How-to’s of comic wizardry on stage again in new series at Tempe Arts Center
One person probably can’t teach another to be funny. On the other hand, if there’s funny somewhere inside a person, that person can probably be taught to use it to best advantage.
This is what Tony Vicich has been doing for more than a decade now. A veteran stand-up comic himself, Vicich has been teaching aspirants to that noble art through ComedySchools.com, a crash course in making ‘em laugh.
The class was held for many years at the Tempe Improv, now sadly closed, so Vicich has found a new home, not far away: Tempe Center for the Arts. The next free intro class is at TCA, at 7 p.m. on Monday, Nov. 5.
What makes Vicich’s class—alumni of which have landed on MTV, Comedy Central and Jimmy Kimmel Live—different from others?
“It’s write, rehearse, perform,” says Vicich, a St. Louis native who broke into the L.A. comedy scene in 1985.
“Stand-up is primarily a performance art. That’s what people who want to get into it don’t seem to understand.”
Vicich says a wise mentor once told him that “‘jokes are what you tell while you’re busy being funny’—but you have to have them. Once you know how to write, rehearse and perform, you decide what’s funny, instead of letting a bunch of disinterested strangers decide.
“They may be wrong. They may be drunk.”
In addition to the classes, Vicich is producing a series of comedy shows for TCA, starting with the “Class Clowns Showcase” at 7:30 p.m. Sunday, Nov. 4, and continuing with different shows at 7:30 every subsequent Friday night in November.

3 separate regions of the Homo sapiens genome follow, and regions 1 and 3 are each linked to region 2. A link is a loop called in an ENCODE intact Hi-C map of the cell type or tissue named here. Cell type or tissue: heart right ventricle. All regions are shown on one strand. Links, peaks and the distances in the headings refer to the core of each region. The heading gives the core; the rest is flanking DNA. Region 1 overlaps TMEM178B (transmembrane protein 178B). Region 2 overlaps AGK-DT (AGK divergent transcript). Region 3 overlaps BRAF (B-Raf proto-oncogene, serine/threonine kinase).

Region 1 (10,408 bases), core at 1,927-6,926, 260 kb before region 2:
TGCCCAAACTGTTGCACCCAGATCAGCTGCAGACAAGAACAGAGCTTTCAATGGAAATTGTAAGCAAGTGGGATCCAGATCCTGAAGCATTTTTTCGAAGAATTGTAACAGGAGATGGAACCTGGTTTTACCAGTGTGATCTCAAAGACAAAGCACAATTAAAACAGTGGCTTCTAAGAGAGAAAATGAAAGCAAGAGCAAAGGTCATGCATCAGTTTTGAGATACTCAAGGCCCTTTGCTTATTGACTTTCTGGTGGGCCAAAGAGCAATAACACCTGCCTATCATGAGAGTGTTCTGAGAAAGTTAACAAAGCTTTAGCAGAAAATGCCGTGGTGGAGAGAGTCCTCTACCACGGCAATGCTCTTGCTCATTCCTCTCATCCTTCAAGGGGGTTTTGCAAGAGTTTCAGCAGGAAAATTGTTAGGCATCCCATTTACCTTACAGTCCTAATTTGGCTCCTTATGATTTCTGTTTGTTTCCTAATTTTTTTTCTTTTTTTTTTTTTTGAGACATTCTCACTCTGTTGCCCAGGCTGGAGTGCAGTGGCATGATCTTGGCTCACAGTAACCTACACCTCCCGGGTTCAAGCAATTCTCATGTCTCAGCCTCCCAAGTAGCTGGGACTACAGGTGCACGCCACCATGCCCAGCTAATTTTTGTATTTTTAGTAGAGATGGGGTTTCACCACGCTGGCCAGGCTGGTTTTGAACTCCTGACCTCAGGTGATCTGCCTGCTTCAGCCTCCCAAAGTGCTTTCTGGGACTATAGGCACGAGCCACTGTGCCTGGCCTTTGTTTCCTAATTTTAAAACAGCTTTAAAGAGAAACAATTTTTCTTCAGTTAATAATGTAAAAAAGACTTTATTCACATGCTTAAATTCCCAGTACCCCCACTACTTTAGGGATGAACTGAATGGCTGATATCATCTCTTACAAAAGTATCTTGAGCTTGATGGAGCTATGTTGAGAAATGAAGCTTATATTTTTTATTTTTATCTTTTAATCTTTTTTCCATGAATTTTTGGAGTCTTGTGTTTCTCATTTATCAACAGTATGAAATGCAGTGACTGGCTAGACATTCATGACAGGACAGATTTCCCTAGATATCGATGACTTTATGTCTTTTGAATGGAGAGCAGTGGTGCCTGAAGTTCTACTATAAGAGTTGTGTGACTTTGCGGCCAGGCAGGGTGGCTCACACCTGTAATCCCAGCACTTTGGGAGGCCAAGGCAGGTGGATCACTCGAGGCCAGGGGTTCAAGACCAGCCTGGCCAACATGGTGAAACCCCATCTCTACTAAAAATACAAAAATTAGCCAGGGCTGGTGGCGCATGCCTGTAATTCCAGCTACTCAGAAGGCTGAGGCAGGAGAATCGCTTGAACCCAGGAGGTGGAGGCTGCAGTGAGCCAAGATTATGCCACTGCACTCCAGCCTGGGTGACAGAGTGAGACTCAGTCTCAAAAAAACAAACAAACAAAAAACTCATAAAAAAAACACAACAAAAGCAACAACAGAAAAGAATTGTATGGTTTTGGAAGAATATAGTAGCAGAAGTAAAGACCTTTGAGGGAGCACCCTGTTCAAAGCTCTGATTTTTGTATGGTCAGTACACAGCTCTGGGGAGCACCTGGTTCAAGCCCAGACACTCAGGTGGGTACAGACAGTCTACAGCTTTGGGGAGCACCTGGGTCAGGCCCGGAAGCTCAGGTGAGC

“We do a lot of things here,” says TCA General Manager Don Fassinger.
“One of the niches we’ve been wanting to fill is stand-up comedy. And so we’re excited to be partnering with Tony Vicich and Comedy Schools.”
Vicich favorably compares the class performing on Nov. 4 to his successful previous classes.
“Not only is this crop excellent,” he says, “I think some of them have the same great potential as they do.”
The series continues on Nov. 9 with “Best of the West”—five top comics from the region—and on Nov. 16 with “Ten for Ten”—10 comics, 10 minutes each.
Coming up on Nov. 23 is “Kevin O’Dea’s Comedy Circus,” a mixture of stand-up, music and other odd acts, and on Nov. 30 a show featuring various area improv troupes.
Tickets for all of the above are a budget-friendly 10 bucks. And lest you worry that you’ll see nothing but amateurs and novices, Vicich reassures:
“We have cherry-picked the acts that we know are going to be entertaining; I run my workshops for the comics, but I run my shows for the audience.”
For details call 480-350-4311 or 818-571-JOKE.